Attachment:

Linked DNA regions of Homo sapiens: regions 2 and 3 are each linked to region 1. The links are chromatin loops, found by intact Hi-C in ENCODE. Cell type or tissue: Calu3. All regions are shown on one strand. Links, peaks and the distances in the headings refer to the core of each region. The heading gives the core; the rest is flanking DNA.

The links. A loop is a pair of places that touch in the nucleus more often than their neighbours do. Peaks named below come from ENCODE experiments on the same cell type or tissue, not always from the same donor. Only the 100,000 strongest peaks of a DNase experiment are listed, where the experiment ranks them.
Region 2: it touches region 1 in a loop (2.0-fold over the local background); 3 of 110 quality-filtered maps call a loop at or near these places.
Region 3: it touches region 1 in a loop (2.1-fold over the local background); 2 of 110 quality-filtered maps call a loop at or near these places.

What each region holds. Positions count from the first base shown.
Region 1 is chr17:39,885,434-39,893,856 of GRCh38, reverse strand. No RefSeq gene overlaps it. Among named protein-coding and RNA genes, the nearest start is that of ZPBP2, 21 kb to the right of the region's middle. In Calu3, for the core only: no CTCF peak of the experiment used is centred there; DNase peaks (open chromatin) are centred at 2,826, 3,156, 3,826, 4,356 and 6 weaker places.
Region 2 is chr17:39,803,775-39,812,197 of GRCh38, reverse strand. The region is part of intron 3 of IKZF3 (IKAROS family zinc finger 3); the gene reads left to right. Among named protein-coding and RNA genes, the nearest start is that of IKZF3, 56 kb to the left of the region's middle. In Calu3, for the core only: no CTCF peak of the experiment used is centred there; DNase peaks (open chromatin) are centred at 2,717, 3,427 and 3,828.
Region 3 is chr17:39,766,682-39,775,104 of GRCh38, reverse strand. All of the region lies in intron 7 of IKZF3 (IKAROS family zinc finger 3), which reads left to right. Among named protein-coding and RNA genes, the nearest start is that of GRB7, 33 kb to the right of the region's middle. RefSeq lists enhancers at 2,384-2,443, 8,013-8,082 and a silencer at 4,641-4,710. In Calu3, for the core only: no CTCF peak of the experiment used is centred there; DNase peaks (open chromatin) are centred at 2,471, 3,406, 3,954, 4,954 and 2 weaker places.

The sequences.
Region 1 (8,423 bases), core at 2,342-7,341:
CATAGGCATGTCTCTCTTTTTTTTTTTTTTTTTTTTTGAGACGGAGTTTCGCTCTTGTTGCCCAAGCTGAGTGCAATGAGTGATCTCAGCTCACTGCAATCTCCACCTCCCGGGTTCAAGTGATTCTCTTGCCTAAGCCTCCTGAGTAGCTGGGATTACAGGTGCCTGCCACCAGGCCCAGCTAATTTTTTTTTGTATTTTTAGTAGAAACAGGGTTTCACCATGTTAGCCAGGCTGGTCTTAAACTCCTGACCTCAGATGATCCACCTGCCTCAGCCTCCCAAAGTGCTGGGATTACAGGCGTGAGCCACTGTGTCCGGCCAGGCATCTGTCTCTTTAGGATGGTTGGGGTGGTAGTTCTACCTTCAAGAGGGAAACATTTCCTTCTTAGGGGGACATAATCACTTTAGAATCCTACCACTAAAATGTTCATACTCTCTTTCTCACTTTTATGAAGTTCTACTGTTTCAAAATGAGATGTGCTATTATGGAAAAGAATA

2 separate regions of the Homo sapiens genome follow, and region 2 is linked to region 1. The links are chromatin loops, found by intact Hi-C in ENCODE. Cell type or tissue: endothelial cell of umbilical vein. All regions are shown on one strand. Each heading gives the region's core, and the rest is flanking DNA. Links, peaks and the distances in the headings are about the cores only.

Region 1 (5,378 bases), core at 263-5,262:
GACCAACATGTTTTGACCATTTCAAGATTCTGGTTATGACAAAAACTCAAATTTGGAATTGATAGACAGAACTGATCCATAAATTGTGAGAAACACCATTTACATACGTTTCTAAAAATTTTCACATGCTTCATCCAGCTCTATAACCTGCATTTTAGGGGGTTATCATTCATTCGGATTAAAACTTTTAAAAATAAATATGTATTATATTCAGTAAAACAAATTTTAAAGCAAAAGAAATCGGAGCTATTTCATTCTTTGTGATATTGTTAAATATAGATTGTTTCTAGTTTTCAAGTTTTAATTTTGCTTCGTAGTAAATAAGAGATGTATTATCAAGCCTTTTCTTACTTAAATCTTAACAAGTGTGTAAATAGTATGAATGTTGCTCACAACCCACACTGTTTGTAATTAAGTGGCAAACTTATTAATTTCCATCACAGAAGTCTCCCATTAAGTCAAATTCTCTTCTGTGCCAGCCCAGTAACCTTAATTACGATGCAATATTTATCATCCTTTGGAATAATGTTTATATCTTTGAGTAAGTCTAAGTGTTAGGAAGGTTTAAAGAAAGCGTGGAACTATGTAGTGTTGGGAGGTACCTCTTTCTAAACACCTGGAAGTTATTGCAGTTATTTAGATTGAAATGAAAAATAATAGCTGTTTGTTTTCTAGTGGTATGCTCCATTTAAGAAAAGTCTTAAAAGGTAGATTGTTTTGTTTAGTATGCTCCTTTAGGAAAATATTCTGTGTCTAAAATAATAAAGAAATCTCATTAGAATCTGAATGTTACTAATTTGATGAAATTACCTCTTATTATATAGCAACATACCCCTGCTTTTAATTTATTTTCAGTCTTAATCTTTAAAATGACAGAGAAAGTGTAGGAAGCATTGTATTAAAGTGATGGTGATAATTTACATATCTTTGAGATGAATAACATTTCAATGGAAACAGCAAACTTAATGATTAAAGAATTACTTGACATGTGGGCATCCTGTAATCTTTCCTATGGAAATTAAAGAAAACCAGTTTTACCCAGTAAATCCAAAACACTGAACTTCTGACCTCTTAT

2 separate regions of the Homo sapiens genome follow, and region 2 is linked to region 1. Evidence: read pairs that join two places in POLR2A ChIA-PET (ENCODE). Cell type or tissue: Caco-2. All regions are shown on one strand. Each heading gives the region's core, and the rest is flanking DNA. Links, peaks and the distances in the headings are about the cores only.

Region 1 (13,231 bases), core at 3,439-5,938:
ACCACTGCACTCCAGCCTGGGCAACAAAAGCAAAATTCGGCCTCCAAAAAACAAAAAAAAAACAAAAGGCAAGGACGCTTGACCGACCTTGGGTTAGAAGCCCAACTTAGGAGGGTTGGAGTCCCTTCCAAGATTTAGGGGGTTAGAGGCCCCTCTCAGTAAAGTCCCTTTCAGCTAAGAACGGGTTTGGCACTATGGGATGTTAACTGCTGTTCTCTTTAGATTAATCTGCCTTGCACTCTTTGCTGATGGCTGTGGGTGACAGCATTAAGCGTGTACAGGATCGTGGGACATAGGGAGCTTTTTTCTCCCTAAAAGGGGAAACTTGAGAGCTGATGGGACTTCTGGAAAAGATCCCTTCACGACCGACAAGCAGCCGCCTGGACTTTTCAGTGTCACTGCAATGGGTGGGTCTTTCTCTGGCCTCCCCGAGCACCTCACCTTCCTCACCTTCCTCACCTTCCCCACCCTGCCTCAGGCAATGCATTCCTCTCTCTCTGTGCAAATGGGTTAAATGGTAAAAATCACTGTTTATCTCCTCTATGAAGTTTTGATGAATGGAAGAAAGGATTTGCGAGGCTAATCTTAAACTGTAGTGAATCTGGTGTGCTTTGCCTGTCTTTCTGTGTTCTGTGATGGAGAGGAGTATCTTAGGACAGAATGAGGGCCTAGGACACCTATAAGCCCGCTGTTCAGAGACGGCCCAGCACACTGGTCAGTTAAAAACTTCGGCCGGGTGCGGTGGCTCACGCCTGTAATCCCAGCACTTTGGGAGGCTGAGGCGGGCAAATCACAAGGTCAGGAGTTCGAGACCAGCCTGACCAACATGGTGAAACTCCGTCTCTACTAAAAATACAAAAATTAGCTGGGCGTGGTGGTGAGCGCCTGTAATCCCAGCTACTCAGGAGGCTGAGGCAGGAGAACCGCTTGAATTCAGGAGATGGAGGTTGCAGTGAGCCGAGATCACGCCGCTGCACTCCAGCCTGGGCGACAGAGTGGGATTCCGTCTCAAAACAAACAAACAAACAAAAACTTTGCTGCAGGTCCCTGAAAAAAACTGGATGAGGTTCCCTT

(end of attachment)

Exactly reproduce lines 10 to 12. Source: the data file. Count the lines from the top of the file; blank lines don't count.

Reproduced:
Region 1 (8,423 bases), core at 2,342-7,341:
CATAGGCATGTCTCTCTTTTTTTTTTTTTTTTTTTTTGAGACGGAGTTTCGCTCTTGTTGCCCAAGCTGAGTGCAATGAGTGATCTCAGCTCACTGCAATCTCCACCTCCCGGGTTCAAGTGATTCTCTTGCCTAAGCCTCCTGAGTAGCTGGGATTACAGGTGCCTGCCACCAGGCCCAGCTAATTTTTTTTTGTATTTTTAGTAGAAACAGGGTTTCACCATGTTAGCCAGGCTGGTCTTAAACTCCTGACCTCAGATGATCCACCTGCCTCAGCCTCCCAAAGTGCTGGGATTACAGGCGTGAGCCACTGTGTCCGGCCAGGCATCTGTCTCTTTAGGATGGTTGGGGTGGTAGTTCTACCTTCAAGAGGGAAACATTTCCTTCTTAGGGGGACATAATCACTTTAGAATCCTACCACTAAAATGTTCATACTCTCTTTCTCACTTTTATGAAGTTCTACTGTTTCAAAATGAGATGTGCTATTATGGAAAAGAATA

2 separate regions of the Homo sapiens genome follow, and region 2 is linked to region 1. The links are chromatin loops, found by intact Hi-C in ENCODE. Cell type or tissue: endothelial cell of umbilical vein. All regions are shown on one strand. Each heading gives the region's core, and the rest is flanking DNA. Links, peaks and the distances in the headings are about the cores only.